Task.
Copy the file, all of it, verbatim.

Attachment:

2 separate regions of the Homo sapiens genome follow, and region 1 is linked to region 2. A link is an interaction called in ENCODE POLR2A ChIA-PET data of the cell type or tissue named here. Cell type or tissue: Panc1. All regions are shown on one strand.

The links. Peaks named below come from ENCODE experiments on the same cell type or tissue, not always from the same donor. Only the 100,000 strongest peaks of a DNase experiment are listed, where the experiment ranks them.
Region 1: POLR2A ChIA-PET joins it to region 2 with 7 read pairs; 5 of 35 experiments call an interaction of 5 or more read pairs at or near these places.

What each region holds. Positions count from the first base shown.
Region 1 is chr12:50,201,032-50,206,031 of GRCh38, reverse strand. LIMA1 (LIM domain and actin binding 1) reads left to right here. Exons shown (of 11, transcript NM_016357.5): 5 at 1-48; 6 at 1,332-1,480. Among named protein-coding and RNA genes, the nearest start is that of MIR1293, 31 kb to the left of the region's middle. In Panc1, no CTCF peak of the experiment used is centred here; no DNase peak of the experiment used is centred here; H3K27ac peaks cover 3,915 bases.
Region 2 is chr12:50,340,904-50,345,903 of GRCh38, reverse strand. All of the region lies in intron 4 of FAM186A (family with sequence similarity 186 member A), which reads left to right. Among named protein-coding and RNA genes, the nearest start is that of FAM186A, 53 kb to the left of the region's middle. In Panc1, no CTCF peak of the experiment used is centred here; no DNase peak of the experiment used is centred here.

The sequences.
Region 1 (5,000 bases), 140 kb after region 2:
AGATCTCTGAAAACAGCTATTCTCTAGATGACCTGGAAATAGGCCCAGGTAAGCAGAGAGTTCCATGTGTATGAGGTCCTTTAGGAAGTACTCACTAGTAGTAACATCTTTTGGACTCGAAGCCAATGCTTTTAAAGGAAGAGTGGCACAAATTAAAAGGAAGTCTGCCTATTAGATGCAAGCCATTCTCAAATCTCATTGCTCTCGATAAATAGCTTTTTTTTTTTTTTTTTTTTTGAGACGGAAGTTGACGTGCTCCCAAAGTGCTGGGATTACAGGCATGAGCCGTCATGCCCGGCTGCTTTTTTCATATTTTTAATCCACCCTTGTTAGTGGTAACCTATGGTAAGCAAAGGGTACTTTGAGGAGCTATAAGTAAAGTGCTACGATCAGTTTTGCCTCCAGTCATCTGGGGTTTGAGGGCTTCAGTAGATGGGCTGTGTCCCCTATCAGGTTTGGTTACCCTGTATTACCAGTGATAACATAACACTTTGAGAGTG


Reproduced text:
2 separate regions of the Homo sapiens genome follow, and region 1 is linked to region 2. A link is an interaction called in ENCODE POLR2A ChIA-PET data of the cell type or tissue named here. Cell type or tissue: Panc1. All regions are shown on one strand.

The links. Peaks named below come from ENCODE experiments on the same cell type or tissue, not always from the same donor. Only the 100,000 strongest peaks of a DNase experiment are listed, where the experiment ranks them.
Region 1: POLR2A ChIA-PET joins it to region 2 with 7 read pairs; 5 of 35 experiments call an interaction of 5 or more read pairs at or near these places.

What each region holds. Positions count from the first base shown.
Region 1 is chr12:50,201,032-50,206,031 of GRCh38, reverse strand. LIMA1 (LIM domain and actin binding 1) reads left to right here. Exons shown (of 11, transcript NM_016357.5): 5 at 1-48; 6 at 1,332-1,480. Among named protein-coding and RNA genes, the nearest start is that of MIR1293, 31 kb to the left of the region's middle. In Panc1, no CTCF peak of the experiment used is centred here; no DNase peak of the experiment used is centred here; H3K27ac peaks cover 3,915 bases.
Region 2 is chr12:50,340,904-50,345,903 of GRCh38, reverse strand. All of the region lies in intron 4 of FAM186A (family with sequence similarity 186 member A), which reads left to right. Among named protein-coding and RNA genes, the nearest start is that of FAM186A, 53 kb to the left of the region's middle. In Panc1, no CTCF peak of the experiment used is centred here; no DNase peak of the experiment used is centred here.

The sequences.
Region 1 (5,000 bases), 140 kb after region 2:
AGATCTCTGAAAACAGCTATTCTCTAGATGACCTGGAAATAGGCCCAGGTAAGCAGAGAGTTCCATGTGTATGAGGTCCTTTAGGAAGTACTCACTAGTAGTAACATCTTTTGGACTCGAAGCCAATGCTTTTAAAGGAAGAGTGGCACAAATTAAAAGGAAGTCTGCCTATTAGATGCAAGCCATTCTCAAATCTCATTGCTCTCGATAAATAGCTTTTTTTTTTTTTTTTTTTTTGAGACGGAAGTTGACGTGCTCCCAAAGTGCTGGGATTACAGGCATGAGCCGTCATGCCCGGCTGCTTTTTTCATATTTTTAATCCACCCTTGTTAGTGGTAACCTATGGTAAGCAAAGGGTACTTTGAGGAGCTATAAGTAAAGTGCTACGATCAGTTTTGCCTCCAGTCATCTGGGGTTTGAGGGCTTCAGTAGATGGGCTGTGTCCCCTATCAGGTTTGGTTACCCTGTATTACCAGTGATAACATAACACTTTGAGAGTG